Can you put baby clothes in the washing machine?

It's easy for a baby to go through a few changes of clothes (not to mention diapers). But is it safe to toss everything in the wash?

If you're a new or soon-to-be parent, you've (hopefully) been exposed to the many safety concerns regarding babies, and you know what to do: Back is best, bumpers are questionable, no blankets for the first year, no toys that can fit in a teeny-tiny throat.

But laundry? If ever there were a seemingly harmless process, it's washing clothes. Water, cleanser, some effective drying method -- what can go wrong?


Most of the time, nothing. Washing baby clothes is not a complicated process. It may not, however, be the exact same process you use to wash your clothes. Babies, and especially newborns, have some specific needs that can affect the way you do their laundry.

First, let's be clear: This is not something to lose sleep over. All it takes to ensure a baby-friendly wash is a bit of knowledge, an eye to labels and perhaps a few extra minutes.

To begin with, the basic question of technique: Is it OK to just throw those onesies in the machine?


Baby-specific Laundry Concerns

Is the washing machine safe for baby stuff? Ask a seasoned mom or dad this question, and you'll likely get a very clear response in the affirmative. You'll find very few parents who don't shudder at the idea of hand-washing, say, cloth diapers.

Happily, yes, it's perfectly safe to throw your baby's clothing, linens, cloth diapers and blankets in your trusty washing machine. The machine itself will not do any harm (as long as the clothing isn't, say, a hand-sewn, silk Christening gown). However, what you put in the machine along with that clothing can matter quite a bit, especially when it comes to detergents.


It should come as no surprise to hear that the detergents that remove blood from a white shirt might contain some harsh chemicals. Those chemicals might be perfectly fine for your skin, but they can be pretty tough on your brand new baby's, which is very sensitive to additives like dyes and scents and strong cleansers that can cause irritation.

To make sure your detergent is safe for baby, look for one that's very mild. This could mean one made specifically for infants (they usually say it right on the front of the container) or a regular detergent that is free of dyes and perfumes and states it is hypoallergenic. Some experts also recommend choosing liquid over powder, since it may dissolve and rinse out more easily.

You should probably skip the fabric softener and dryer sheets entirely, since they, too, can contain harsh chemicals.

The other major baby-clothes concern is the unique type of deposits you'll find on their garments -- yes, poop, and not just on the diapers -- which should always be washed separately. In the event of an unfortunate blow-out, even pants and dresses can end up stinky. And then, of course, there's the spit-up.

Clothing (and diapers) soiled with bodily fluids need extra care due to the potential for illness-causing bacteria and germs, which can not only resist being washed away, but can also end up deposited on other clothing items. So in addition to washing vomit- and poop-soiled items separately, you also want to be sure to wash everything in hotter temperatures (above 140 degrees Fahrenheit/60 degrees Celsius), add a mild disinfectant since your mild detergent probably doesn't contain bleach, and, ironically, wash your washing machine. Especially if you typically use lower wash temperatures for efficiency and color-saving, run an empty wash on hot and add bleach once a week or so. This should kill any germs or bacteria (or even dust mites) that may have collected in the machine.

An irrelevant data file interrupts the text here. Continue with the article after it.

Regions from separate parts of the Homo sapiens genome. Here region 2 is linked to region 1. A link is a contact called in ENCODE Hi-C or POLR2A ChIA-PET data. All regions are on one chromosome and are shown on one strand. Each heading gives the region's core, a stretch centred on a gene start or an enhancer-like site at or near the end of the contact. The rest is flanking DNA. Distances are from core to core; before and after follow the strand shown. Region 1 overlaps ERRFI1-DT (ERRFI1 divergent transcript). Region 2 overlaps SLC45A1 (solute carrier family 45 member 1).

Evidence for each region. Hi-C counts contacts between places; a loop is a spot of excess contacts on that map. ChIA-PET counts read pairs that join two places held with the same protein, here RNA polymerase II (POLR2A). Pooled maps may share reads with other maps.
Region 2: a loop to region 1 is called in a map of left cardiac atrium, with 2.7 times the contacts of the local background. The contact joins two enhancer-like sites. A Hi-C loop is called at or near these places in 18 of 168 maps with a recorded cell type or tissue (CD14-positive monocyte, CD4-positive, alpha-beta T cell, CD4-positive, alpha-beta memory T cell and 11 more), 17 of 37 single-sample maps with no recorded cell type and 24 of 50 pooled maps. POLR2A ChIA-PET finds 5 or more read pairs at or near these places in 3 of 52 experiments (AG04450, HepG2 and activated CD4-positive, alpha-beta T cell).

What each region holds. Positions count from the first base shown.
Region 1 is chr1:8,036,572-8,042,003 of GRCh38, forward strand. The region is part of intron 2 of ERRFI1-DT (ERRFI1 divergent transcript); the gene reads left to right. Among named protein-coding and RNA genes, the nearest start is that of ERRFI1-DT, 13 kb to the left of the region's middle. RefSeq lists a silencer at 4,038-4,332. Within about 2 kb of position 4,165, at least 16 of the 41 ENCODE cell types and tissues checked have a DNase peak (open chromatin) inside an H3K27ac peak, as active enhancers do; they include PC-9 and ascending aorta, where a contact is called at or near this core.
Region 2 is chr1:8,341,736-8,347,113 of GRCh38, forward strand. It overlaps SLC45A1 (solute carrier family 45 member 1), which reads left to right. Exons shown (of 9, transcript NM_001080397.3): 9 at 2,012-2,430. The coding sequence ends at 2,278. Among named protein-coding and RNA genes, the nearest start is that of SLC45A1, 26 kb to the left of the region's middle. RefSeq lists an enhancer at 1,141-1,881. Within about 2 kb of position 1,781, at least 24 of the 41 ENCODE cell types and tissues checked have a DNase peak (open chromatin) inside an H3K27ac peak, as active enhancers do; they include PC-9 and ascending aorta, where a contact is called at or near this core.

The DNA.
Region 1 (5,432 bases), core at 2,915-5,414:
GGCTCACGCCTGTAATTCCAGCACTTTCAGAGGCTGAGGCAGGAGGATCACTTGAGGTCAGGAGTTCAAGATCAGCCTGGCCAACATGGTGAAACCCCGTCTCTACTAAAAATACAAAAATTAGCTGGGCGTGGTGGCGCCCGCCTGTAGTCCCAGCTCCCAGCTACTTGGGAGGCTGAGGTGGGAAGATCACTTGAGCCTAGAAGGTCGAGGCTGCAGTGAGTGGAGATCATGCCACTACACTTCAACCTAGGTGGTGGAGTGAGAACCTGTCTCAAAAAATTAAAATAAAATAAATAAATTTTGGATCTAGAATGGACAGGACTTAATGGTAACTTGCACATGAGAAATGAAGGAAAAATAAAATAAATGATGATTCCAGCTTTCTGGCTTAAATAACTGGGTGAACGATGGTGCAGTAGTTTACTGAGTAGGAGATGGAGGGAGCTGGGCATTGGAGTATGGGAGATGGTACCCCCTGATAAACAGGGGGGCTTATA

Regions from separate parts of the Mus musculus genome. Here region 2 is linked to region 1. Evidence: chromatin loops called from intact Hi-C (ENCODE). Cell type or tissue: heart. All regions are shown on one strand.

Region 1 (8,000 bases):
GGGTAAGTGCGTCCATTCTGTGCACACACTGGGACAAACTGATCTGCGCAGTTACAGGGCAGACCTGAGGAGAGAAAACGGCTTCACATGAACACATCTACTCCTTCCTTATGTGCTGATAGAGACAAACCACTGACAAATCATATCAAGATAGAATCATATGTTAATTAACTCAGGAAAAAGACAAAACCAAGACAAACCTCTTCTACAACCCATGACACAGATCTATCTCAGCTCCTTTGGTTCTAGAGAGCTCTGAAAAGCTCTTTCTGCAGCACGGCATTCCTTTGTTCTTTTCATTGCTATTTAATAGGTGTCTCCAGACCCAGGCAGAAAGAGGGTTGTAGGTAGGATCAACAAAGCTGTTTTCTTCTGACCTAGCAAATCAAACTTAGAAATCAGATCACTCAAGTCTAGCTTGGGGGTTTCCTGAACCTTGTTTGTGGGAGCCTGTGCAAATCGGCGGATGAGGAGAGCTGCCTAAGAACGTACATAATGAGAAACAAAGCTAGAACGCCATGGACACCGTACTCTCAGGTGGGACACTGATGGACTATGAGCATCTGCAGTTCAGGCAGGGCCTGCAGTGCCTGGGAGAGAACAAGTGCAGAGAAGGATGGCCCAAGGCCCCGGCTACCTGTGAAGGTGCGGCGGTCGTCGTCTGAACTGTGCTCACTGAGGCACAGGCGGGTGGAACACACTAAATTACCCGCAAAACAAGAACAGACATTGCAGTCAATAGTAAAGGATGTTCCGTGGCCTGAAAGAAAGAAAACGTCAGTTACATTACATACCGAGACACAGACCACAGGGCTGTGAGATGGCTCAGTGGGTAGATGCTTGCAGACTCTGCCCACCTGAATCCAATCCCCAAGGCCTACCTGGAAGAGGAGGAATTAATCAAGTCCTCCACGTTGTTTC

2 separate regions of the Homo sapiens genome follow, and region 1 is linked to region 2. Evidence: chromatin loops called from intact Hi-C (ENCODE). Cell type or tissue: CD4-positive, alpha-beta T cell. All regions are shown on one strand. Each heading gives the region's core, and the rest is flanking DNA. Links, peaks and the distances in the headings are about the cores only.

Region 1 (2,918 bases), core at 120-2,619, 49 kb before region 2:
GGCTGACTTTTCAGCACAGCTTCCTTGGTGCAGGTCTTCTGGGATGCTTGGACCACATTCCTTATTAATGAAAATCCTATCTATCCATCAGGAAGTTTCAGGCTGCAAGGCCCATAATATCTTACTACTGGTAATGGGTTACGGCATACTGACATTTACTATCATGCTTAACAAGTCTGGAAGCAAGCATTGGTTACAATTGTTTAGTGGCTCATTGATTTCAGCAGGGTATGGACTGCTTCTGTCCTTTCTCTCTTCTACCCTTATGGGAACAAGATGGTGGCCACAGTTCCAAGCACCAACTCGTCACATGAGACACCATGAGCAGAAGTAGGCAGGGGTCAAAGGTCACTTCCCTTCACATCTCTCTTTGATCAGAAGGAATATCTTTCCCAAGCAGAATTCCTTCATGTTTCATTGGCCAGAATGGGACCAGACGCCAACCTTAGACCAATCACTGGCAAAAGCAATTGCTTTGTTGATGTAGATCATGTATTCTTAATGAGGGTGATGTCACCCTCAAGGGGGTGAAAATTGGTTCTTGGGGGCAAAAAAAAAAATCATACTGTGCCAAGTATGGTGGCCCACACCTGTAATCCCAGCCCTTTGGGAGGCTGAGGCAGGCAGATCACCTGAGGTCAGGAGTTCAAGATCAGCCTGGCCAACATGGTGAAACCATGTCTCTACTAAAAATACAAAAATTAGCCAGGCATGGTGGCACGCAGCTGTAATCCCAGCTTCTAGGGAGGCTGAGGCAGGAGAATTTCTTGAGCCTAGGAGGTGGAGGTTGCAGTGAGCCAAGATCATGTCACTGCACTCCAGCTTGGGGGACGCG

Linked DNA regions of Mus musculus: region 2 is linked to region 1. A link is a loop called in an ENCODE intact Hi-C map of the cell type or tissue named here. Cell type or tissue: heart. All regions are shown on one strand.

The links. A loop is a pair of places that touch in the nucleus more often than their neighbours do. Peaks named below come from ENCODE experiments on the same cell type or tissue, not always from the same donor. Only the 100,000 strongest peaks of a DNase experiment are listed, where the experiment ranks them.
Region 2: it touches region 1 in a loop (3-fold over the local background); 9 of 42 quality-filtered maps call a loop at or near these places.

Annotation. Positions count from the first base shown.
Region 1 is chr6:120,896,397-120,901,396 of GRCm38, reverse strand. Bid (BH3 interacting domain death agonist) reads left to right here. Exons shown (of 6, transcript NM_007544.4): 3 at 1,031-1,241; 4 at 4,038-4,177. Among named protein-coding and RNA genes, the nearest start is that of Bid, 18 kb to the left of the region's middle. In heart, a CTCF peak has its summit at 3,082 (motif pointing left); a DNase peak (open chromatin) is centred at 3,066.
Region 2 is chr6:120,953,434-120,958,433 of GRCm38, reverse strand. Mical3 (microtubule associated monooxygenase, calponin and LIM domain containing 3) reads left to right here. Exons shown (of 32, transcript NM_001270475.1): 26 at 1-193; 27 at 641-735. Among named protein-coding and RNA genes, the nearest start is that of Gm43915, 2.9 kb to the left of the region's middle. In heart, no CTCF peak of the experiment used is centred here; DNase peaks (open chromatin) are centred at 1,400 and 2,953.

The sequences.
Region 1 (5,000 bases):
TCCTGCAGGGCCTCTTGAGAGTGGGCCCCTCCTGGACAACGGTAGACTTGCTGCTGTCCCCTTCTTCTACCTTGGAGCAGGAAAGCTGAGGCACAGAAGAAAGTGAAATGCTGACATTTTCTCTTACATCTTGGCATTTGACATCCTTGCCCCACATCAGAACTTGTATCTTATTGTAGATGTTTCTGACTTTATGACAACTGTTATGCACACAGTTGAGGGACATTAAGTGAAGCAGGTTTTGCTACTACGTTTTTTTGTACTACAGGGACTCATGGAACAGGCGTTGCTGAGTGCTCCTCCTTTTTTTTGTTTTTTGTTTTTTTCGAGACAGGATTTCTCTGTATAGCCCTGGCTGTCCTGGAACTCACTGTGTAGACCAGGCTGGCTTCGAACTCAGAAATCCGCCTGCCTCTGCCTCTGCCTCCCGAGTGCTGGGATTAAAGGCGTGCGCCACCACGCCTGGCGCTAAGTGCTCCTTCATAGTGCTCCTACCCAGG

Pretty simple, overall. And for even greater safety and efficacy, you can follow a few additional tips ...


Baby Clothes Washing Tips

Ready to toss those onesies in the machine with hot water and mild detergent? Great -- now consider a few of these tips:

Don't wash baby clothes with your clothes. Baby's unique stains should be kept away from other items, and you probably want to use a more effective (and, by extension, harsher) cleanser on your own dirty stuff, since your skin is a lot tougher.


Measure the detergent. Adding too little detergent will make clothes less clean, and adding too much won't get clothes any cleaner. The latter will, however, increase the likelihood that some of the detergent won't completely rinse out.

Consider a double rinse. For newborn clothes especially, you might want to turn on an extra rinse cycle to be sure all of the detergent is removed from the clothes.

Dry everything immediately. Wet clothing left for hours (or days!) in the washing machine can grow mildew or mold, which can cause health problems.

With all the things new parents need to worry about -- and the things they don't need to worry about but do anyway -- this laundry thing might threaten to push you over the edge. It needn't. It's easy enough to locate the bottle of detergent with the adorable baby on the label. Save your sanity for the 2 a.m. (and 4 a.m. and 6 a.m.) feedings.

For more information on laundry and baby safety, check the links on the next page.


Lots More Information

Related Articles

More Great Links

  • Duffy, Fiona. "How washing machines can put your family's health at risk." DailyMail Online. Oct. 17, 2011. (April 3, 2012)
  • How to Eliminate Stains. Martha Stewart. (April 3, 2012)
  • How to Wash Baby Clothes. HowToCleanStuff. (April 3, 2012)
  • How to Wash Baby Clothes in the Washing Machine. Baby Detergents. (April 3, 2012)
  • Keeping White Clothes White. Baby Detergents. Nov. 19, 2010. (April 3, 2012)
  • Q&A: Wash baby's clothes before delivery? The Bump. (April 3, 2012)